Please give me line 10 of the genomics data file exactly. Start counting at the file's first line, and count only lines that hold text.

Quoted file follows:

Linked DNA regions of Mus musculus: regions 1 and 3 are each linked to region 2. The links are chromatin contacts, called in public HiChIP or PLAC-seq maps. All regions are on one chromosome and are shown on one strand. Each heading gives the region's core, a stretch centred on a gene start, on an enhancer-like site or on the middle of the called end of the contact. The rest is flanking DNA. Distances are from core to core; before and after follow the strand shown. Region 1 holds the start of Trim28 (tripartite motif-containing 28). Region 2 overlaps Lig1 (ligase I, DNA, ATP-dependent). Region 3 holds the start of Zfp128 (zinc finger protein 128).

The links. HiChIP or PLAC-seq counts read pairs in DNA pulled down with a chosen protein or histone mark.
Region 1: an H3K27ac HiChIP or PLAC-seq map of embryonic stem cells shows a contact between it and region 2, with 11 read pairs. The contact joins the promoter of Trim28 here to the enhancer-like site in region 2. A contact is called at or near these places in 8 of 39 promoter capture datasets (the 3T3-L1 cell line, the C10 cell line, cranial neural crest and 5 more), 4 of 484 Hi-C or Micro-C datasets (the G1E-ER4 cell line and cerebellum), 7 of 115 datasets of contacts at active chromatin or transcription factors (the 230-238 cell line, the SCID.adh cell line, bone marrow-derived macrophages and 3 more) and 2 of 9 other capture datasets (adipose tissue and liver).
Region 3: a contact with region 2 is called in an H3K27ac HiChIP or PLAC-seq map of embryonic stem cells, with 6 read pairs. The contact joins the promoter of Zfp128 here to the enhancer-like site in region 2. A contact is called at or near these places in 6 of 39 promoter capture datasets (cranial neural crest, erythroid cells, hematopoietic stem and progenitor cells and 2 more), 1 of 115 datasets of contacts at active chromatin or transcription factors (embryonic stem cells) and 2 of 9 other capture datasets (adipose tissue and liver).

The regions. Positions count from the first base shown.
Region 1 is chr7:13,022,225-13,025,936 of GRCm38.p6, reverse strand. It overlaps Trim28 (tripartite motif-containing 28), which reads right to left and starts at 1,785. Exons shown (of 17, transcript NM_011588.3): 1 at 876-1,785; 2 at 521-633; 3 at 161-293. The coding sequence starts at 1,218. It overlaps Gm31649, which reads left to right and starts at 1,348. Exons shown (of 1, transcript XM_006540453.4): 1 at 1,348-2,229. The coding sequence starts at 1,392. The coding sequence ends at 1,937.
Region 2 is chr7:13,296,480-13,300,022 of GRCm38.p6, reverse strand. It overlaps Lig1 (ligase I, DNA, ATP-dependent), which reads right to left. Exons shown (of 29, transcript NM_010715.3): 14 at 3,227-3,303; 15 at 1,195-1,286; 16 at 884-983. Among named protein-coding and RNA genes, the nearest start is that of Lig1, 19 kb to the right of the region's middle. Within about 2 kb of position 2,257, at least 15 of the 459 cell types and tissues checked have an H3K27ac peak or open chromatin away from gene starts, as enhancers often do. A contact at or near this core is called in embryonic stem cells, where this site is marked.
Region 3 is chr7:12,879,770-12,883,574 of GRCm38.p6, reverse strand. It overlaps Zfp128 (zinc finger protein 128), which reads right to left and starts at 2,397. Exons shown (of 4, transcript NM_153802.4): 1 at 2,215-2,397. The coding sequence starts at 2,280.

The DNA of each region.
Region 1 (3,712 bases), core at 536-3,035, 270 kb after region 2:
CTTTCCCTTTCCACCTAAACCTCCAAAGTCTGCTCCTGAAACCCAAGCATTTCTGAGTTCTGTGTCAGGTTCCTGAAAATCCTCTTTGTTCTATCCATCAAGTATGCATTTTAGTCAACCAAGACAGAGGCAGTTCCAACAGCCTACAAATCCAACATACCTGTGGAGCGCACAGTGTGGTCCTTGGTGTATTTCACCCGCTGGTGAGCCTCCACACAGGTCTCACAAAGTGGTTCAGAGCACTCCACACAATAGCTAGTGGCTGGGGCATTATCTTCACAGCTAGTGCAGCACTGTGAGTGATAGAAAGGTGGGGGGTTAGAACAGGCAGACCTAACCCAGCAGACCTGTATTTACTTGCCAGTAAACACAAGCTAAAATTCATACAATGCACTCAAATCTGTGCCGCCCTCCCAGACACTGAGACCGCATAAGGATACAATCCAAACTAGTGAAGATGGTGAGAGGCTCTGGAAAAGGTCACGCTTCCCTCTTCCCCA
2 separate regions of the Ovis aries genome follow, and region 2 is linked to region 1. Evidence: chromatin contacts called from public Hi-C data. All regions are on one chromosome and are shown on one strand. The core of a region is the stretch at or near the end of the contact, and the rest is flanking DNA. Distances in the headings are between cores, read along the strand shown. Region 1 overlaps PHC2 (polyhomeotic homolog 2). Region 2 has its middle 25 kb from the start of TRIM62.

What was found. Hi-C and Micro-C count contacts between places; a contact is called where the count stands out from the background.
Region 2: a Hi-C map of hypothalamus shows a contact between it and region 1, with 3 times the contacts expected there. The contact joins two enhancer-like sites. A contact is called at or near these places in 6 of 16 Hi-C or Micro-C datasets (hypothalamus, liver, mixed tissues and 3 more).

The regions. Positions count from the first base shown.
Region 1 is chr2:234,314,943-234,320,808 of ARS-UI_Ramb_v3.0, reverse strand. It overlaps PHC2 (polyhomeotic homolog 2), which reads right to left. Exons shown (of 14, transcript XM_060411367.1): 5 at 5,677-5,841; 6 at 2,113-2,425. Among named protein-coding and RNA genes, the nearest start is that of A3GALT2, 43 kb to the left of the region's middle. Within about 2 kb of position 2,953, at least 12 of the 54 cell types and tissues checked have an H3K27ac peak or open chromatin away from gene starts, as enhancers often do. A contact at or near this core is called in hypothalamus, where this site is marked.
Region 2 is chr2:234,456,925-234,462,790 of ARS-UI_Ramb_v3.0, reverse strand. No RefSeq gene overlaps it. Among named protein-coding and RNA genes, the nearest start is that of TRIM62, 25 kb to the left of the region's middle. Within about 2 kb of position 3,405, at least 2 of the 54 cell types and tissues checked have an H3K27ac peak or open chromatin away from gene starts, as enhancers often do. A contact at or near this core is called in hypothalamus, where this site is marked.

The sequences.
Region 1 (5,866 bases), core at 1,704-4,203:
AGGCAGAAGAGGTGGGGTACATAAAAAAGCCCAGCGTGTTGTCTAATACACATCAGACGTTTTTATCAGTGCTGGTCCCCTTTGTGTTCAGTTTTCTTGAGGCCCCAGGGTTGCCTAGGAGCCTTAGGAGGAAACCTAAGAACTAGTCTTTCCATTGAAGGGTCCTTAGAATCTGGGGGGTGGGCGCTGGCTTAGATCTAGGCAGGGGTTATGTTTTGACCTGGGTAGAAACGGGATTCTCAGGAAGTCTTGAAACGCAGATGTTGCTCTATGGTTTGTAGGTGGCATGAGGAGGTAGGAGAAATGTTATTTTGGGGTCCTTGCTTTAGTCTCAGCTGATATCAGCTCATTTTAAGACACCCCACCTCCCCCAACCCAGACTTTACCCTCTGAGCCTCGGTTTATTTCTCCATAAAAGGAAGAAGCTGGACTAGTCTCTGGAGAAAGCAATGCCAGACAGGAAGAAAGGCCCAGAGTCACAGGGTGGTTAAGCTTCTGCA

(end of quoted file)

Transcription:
Region 1 (3,712 bases), core at 536-3,035, 270 kb after region 2: